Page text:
11 January 2008

FY 2008 budget set already: annual charade becomes accountability farce

Any organization looking to influence provincial government spending in the budget for Fiscal Year 2008 can cancel their plans.

The budget is set.

An announcement Thursday by two cabinet ministers of capital spending for the fiscal year starting in April is proof the spending program is already done and likely has been done since well before Christmas, if not before the last general election in October 2007.

The announcement included a little jocular disingenuousness on the part of one minister:
Included in the money is $73 million for the 2008-09 provincial roads improvement program. That's a 10 per cent increase over the $66.5 million the program got last year.
"I hope I don't give Finance Minister (Tom) Marshall a heart attack today because I'm going to be looking for another 10 per cent over and above my $66.5 million," [transportation minister Diane] Whalen joked.
Tom knows all about it. So does everyone else in cabinet, most likely.

Otherwise, Diane wouldn't have been able to make the announcement.

And the pre-budget "consultations" usually organized by the finance minister?

No sign of those yet, but when they do come they will have returned to what they were when Brian Tobin's crew started them in 1997: a charade.

You see, in the old days, the budget-setting cycle for the new year began around mid-way through the old fiscal year. Everyone got their plans in place and allocated spending based on forecast income. After Christmas, ministers would troop in front of cabinet's treasury board committee to argue, beg and cajole their colleagues for every nickel they could or forestall program cuts. It was a brutal process and for some a time of high stress.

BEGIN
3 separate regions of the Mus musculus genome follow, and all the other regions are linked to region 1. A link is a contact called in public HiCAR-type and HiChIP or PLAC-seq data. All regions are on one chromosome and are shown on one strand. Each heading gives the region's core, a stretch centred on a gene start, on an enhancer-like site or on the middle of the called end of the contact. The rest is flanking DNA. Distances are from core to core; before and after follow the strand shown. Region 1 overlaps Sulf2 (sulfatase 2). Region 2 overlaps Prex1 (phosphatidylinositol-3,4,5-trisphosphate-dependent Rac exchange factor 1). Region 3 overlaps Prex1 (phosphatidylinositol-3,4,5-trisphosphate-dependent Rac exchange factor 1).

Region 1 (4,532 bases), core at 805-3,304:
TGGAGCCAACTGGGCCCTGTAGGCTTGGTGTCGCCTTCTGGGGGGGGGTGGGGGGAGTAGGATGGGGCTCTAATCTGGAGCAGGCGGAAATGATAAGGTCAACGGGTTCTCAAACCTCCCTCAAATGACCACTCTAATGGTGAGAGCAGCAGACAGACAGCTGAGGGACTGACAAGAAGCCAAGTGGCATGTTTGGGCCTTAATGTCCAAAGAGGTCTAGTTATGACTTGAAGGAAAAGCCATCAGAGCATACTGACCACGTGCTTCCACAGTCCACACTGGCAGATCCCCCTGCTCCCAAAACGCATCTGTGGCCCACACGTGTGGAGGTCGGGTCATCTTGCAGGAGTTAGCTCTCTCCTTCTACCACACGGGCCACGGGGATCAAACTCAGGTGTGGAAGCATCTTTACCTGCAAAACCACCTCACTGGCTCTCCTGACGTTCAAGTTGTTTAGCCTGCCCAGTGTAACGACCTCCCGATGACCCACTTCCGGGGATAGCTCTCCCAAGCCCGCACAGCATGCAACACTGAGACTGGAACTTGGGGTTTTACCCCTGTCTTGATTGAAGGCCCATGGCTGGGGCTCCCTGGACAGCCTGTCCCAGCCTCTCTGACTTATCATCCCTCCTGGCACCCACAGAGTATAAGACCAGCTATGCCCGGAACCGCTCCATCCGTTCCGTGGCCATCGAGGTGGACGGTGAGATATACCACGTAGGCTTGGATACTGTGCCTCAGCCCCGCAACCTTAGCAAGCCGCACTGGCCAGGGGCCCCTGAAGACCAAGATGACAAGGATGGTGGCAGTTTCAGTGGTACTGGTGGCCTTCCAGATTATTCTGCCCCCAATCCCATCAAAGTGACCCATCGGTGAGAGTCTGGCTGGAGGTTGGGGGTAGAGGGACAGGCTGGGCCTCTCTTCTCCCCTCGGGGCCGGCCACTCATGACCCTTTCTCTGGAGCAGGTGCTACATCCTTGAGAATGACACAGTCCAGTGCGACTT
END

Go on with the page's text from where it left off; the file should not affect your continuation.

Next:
Once Tobin arrived, cabinet managed to refine the process such that the budget was pretty much done long before Christmas. Some years, the thing was done by September or October and that was in years when cash was tight. The only thing that was left was some last minute tinkering based on actual revenue performance and the federal budget which set the better part of half total provincial spending.

That's when they hit on the idea of 'consultations'. More than anything else, that gave cabinet a set of major themes they could use to explain the spending they'd already decided on before the sessions or, when there was some lose cash, allocate to relative minor items.

There were more than a few people who thought they could genuinely influence government spending by showing up at a local hotel and delivering a little speech in front of a bunch of people who also had their hand stuck out. The smarter ones realised how the system worked and had their meetings and delivered their briefs in private, at the right time.

When this new crowd took over in 2003, they carried on the annual spring charade. For example, Loyola Sullivan started his budget consultations for FY 2007 in November 2006 (note the date).
But his successor? Not a peep so far on if there will be a game of charades for 2008.

Seems like Tom Marshall has decided to move to a new model, one in which government's fiscal program is announced not when the budget is tabled in the House but upwards of three months in advance. That's what happened last year, even as the last of the pre-budget "consultations" were going on.